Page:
Deer feeding and attractants bans

Feeding and attractant bans are in place across the state to prevent concentrations of wild deer in areas with a higher risk for disease. These bans are precautionary steps the DNR took after deer that tested positive for chronic wasting disease were found both in the wild and on deer farms. Feeding bans encompass wider areas because food sources can concentrate deer and allow for close contact – one of the mechanisms for CWD spread.

  • Deer feeding includes: placement or distribution of grains, fruits, vegetables, nuts, hay and other food that is capable of attracting or enticing deer. 
  • Deer attractants are: natural or manufactured products that are capable of attracting or enticing deer, including salt, minerals, liquid food scents, or any product that contains or claims to contain cervid urine (example “doe in heat”), blood, gland oil, feces or other bodily fluid.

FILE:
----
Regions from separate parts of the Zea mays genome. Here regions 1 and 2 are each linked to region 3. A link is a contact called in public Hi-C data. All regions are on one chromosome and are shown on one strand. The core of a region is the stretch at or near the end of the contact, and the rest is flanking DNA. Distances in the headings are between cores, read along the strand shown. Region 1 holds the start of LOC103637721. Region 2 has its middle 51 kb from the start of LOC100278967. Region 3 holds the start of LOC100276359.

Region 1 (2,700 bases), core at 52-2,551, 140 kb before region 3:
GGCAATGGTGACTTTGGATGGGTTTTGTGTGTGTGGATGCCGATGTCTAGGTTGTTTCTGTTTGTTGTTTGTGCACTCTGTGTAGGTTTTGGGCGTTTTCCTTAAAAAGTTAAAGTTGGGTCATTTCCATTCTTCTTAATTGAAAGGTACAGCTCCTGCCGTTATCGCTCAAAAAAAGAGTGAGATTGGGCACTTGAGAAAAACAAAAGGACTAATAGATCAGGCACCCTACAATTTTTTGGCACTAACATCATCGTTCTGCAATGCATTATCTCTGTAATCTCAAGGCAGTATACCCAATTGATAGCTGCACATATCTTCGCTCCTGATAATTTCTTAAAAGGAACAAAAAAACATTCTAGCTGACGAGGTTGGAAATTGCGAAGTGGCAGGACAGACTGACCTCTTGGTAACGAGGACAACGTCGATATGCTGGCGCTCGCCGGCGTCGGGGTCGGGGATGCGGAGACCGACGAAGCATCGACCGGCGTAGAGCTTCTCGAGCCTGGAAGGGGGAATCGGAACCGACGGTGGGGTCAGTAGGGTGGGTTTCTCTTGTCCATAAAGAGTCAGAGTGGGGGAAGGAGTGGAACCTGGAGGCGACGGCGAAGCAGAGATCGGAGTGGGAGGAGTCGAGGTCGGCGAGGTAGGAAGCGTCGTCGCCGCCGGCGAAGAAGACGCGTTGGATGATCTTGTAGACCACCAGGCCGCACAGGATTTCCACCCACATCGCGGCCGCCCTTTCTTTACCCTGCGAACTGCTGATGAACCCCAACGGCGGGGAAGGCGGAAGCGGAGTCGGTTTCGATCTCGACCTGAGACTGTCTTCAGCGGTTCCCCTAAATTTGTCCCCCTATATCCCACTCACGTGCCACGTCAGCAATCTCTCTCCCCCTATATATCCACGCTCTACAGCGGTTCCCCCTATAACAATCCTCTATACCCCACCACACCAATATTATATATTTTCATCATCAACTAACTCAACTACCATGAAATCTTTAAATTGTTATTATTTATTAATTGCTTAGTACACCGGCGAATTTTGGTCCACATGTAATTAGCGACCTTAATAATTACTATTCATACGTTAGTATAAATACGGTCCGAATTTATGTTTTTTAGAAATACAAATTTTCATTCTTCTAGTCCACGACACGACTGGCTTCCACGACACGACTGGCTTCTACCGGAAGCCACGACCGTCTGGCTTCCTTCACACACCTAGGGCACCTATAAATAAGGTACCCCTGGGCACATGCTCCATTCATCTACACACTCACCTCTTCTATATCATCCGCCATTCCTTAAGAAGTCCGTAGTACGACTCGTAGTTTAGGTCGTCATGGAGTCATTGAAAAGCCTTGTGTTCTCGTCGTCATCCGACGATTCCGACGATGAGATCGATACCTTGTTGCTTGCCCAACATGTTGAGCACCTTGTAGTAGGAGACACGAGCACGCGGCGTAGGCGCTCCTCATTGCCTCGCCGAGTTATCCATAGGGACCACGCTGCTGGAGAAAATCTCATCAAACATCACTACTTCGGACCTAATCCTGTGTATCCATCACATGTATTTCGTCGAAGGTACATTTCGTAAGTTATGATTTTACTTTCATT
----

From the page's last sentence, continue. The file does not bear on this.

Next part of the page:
People who feed birds or small mammals must do so in a manner that prevents deer access. Place the food at least six feet above ground level. Food placed as a result of normal agricultural practices is generally exempt from the feeding ban. Cattle operators should take steps that minimize contact between deer and cattle. (Learn more about unintended effects of feeding deer.)

What counties are currently affected?

Map showing metro-area counties affected by the ban starting on July 1, 2020..
Updated July 1, 2020

Deer feeding ban: affects the counties listed below. Please note that attractants have not been banned in these counties and can be used.

  • Carlton, Chisago, Douglas, Isanti, Kanabec, Pine, Pope and
    Stearns

Deer feeding and attractants ban: affects the counties listed below.

  • Aitkin, Cass, Crow Wing, Dakota, Dodge, Fillmore, Freeborn, Goodhue, Hennepin, Houston, Hubbard, Mille Lacs, Morrison, Mower, Olmsted, Ramsey, Rice, Scott, Steele, Todd, Wabasha, Wadena, Washington, Winona